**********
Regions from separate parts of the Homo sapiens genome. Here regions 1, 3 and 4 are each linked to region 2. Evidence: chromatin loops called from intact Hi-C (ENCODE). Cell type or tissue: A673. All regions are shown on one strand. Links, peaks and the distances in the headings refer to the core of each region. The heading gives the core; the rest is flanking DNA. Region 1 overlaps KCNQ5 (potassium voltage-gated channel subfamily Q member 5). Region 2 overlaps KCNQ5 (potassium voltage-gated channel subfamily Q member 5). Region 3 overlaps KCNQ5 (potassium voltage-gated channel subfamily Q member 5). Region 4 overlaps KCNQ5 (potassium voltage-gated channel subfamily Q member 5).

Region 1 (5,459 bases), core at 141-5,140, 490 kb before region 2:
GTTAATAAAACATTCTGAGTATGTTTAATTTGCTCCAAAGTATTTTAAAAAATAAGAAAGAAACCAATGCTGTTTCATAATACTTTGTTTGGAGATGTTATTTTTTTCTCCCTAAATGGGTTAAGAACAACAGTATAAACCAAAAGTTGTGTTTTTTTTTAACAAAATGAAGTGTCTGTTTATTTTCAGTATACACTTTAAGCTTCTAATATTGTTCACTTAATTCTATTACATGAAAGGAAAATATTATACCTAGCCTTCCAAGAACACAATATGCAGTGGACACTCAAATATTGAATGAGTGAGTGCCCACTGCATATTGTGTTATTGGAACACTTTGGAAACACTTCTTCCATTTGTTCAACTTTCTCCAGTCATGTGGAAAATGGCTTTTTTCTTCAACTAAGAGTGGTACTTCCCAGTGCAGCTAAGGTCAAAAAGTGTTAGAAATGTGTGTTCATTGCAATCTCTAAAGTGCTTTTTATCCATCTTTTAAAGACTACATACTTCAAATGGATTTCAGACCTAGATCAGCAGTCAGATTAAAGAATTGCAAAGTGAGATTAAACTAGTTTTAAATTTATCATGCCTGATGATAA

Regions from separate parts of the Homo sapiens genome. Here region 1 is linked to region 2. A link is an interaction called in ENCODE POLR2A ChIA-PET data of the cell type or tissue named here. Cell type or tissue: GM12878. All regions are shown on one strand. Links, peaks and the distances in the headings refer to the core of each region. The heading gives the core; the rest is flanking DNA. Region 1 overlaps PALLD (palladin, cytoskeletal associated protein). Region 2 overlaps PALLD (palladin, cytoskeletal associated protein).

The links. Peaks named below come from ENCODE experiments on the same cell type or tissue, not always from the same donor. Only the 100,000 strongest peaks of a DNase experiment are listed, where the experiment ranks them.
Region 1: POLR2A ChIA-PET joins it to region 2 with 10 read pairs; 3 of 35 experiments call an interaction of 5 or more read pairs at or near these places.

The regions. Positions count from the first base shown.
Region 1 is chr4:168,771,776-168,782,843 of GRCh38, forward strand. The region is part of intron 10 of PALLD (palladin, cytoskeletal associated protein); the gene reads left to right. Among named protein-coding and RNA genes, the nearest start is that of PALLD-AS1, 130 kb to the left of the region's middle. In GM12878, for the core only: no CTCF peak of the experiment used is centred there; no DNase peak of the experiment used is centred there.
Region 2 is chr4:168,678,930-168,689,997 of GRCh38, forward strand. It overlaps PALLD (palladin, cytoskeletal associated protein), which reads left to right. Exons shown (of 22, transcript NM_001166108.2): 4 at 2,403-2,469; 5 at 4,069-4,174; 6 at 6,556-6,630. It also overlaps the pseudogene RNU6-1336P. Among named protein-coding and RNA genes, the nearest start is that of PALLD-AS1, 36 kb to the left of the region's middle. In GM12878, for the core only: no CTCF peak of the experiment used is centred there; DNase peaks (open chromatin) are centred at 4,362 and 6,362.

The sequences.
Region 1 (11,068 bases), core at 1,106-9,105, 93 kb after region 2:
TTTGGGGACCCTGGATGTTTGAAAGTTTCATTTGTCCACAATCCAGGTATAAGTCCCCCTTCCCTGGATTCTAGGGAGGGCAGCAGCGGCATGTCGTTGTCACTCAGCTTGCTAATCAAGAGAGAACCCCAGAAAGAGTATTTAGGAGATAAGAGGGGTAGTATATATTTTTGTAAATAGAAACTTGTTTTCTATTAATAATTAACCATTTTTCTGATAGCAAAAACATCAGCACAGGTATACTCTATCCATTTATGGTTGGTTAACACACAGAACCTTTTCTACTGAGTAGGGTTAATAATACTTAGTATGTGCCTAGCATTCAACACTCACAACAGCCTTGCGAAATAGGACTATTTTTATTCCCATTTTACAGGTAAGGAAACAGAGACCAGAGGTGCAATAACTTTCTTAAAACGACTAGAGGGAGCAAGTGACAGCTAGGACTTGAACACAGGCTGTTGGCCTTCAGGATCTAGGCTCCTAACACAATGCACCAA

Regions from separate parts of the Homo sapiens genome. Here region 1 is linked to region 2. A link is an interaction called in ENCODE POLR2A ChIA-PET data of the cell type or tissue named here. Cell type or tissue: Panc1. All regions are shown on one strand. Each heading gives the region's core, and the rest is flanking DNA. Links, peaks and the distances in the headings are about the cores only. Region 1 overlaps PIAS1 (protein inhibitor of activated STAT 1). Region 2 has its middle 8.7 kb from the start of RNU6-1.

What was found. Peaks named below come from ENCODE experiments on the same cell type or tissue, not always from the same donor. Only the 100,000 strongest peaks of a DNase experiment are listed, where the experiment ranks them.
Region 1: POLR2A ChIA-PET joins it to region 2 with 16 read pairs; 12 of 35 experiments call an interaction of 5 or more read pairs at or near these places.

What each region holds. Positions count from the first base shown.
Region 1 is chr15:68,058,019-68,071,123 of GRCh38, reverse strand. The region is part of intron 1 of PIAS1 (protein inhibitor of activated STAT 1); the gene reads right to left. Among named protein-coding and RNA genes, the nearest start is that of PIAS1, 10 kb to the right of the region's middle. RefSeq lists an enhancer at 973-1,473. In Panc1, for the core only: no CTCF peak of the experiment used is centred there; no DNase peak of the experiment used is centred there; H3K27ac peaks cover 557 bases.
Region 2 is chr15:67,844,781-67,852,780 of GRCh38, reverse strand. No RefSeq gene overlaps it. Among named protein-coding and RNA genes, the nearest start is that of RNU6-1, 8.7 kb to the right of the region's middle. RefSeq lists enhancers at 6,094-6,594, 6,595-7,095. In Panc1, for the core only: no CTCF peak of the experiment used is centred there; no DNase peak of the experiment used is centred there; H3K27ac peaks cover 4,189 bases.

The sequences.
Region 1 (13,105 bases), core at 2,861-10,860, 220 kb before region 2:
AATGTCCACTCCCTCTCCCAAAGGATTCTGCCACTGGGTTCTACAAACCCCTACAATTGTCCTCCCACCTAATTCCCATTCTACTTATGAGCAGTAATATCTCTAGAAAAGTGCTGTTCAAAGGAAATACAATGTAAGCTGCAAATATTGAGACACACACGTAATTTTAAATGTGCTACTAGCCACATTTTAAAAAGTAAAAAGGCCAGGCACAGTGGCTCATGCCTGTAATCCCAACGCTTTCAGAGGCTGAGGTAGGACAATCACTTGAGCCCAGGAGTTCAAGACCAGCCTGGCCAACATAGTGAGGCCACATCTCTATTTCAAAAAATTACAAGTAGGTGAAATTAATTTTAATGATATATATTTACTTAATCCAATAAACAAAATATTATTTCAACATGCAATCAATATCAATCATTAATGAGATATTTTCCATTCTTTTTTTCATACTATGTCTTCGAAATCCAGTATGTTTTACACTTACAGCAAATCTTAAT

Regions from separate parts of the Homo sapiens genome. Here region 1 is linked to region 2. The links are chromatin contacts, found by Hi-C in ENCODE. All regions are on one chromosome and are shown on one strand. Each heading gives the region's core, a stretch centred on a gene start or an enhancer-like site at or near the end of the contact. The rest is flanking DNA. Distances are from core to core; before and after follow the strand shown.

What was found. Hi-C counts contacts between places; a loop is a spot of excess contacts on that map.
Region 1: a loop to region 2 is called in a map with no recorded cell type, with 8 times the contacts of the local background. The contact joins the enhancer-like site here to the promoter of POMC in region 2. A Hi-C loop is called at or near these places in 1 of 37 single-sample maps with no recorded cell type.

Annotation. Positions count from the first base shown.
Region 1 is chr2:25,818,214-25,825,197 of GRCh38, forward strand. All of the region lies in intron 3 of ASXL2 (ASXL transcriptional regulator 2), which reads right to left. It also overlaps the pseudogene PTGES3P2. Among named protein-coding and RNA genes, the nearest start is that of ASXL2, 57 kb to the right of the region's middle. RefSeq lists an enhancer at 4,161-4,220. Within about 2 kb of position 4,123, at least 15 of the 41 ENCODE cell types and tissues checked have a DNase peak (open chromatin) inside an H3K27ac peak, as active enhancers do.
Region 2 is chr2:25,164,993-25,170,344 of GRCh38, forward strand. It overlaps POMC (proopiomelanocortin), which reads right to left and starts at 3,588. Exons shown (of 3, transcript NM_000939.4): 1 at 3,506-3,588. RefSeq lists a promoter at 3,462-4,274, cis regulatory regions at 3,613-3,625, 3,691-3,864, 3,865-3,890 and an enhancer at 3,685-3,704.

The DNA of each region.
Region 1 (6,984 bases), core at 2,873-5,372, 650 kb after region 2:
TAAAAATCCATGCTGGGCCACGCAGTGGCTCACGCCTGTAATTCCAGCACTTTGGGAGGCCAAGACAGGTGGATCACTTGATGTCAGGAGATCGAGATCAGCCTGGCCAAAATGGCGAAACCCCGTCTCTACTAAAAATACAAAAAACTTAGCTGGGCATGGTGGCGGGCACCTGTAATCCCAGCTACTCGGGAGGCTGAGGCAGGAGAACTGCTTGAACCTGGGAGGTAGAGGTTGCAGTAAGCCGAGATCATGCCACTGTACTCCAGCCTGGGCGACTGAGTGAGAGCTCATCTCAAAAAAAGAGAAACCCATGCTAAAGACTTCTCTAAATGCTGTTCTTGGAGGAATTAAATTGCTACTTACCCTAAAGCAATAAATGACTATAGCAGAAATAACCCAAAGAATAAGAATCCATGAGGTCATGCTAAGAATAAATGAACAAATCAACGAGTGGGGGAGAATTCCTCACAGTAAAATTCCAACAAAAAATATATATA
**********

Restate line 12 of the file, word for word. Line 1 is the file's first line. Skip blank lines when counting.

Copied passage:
TTTGGGGACCCTGGATGTTTGAAAGTTTCATTTGTCCACAATCCAGGTATAAGTCCCCCTTCCCTGGATTCTAGGGAGGGCAGCAGCGGCATGTCGTTGTCACTCAGCTTGCTAATCAAGAGAGAACCCCAGAAAGAGTATTTAGGAGATAAGAGGGGTAGTATATATTTTTGTAAATAGAAACTTGTTTTCTATTAATAATTAACCATTTTTCTGATAGCAAAAACATCAGCACAGGTATACTCTATCCATTTATGGTTGGTTAACACACAGAACCTTTTCTACTGAGTAGGGTTAATAATACTTAGTATGTGCCTAGCATTCAACACTCACAACAGCCTTGCGAAATAGGACTATTTTTATTCCCATTTTACAGGTAAGGAAACAGAGACCAGAGGTGCAATAACTTTCTTAAAACGACTAGAGGGAGCAAGTGACAGCTAGGACTTGAACACAGGCTGTTGGCCTTCAGGATCTAGGCTCCTAACACAATGCACCAA